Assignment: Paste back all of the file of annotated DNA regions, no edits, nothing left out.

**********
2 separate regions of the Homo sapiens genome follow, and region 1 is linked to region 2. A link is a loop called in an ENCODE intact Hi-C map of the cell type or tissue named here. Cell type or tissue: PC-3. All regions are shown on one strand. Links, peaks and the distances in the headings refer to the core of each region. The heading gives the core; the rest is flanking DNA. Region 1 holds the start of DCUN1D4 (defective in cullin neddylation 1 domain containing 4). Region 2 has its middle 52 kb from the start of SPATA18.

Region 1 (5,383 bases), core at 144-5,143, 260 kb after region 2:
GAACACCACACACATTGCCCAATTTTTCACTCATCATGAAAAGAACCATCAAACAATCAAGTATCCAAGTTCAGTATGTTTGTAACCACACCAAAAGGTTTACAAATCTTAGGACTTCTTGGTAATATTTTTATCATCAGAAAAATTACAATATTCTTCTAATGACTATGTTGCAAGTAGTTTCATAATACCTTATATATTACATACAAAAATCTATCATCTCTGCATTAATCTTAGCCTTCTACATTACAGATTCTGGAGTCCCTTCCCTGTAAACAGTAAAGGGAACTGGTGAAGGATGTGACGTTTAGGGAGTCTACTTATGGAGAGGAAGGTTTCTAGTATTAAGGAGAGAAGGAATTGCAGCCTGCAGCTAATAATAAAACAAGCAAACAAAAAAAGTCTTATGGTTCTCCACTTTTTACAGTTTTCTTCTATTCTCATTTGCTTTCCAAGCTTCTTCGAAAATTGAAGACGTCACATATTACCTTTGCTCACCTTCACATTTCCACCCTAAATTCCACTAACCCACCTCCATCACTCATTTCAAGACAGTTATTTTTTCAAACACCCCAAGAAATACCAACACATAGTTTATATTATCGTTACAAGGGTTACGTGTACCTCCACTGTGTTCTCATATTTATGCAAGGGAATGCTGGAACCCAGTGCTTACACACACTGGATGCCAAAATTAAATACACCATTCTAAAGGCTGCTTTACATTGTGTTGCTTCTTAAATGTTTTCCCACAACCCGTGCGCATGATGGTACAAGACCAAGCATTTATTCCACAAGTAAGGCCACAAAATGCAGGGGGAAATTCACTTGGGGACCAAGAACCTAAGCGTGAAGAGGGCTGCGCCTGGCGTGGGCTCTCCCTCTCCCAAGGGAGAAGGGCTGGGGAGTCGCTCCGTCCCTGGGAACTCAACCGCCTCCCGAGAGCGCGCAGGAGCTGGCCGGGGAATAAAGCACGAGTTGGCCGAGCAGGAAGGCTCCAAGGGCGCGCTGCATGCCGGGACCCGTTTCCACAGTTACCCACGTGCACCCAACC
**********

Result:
2 separate regions of the Homo sapiens genome follow, and region 1 is linked to region 2. A link is a loop called in an ENCODE intact Hi-C map of the cell type or tissue named here. Cell type or tissue: PC-3. All regions are shown on one strand. Links, peaks and the distances in the headings refer to the core of each region. The heading gives the core; the rest is flanking DNA. Region 1 holds the start of DCUN1D4 (defective in cullin neddylation 1 domain containing 4). Region 2 has its middle 52 kb from the start of SPATA18.

Region 1 (5,383 bases), core at 144-5,143, 260 kb after region 2:
GAACACCACACACATTGCCCAATTTTTCACTCATCATGAAAAGAACCATCAAACAATCAAGTATCCAAGTTCAGTATGTTTGTAACCACACCAAAAGGTTTACAAATCTTAGGACTTCTTGGTAATATTTTTATCATCAGAAAAATTACAATATTCTTCTAATGACTATGTTGCAAGTAGTTTCATAATACCTTATATATTACATACAAAAATCTATCATCTCTGCATTAATCTTAGCCTTCTACATTACAGATTCTGGAGTCCCTTCCCTGTAAACAGTAAAGGGAACTGGTGAAGGATGTGACGTTTAGGGAGTCTACTTATGGAGAGGAAGGTTTCTAGTATTAAGGAGAGAAGGAATTGCAGCCTGCAGCTAATAATAAAACAAGCAAACAAAAAAAGTCTTATGGTTCTCCACTTTTTACAGTTTTCTTCTATTCTCATTTGCTTTCCAAGCTTCTTCGAAAATTGAAGACGTCACATATTACCTTTGCTCACCTTCACATTTCCACCCTAAATTCCACTAACCCACCTCCATCACTCATTTCAAGACAGTTATTTTTTCAAACACCCCAAGAAATACCAACACATAGTTTATATTATCGTTACAAGGGTTACGTGTACCTCCACTGTGTTCTCATATTTATGCAAGGGAATGCTGGAACCCAGTGCTTACACACACTGGATGCCAAAATTAAATACACCATTCTAAAGGCTGCTTTACATTGTGTTGCTTCTTAAATGTTTTCCCACAACCCGTGCGCATGATGGTACAAGACCAAGCATTTATTCCACAAGTAAGGCCACAAAATGCAGGGGGAAATTCACTTGGGGACCAAGAACCTAAGCGTGAAGAGGGCTGCGCCTGGCGTGGGCTCTCCCTCTCCCAAGGGAGAAGGGCTGGGGAGTCGCTCCGTCCCTGGGAACTCAACCGCCTCCCGAGAGCGCGCAGGAGCTGGCCGGGGAATAAAGCACGAGTTGGCCGAGCAGGAAGGCTCCAAGGGCGCGCTGCATGCCGGGACCCGTTTCCACAGTTACCCACGTGCACCCAACC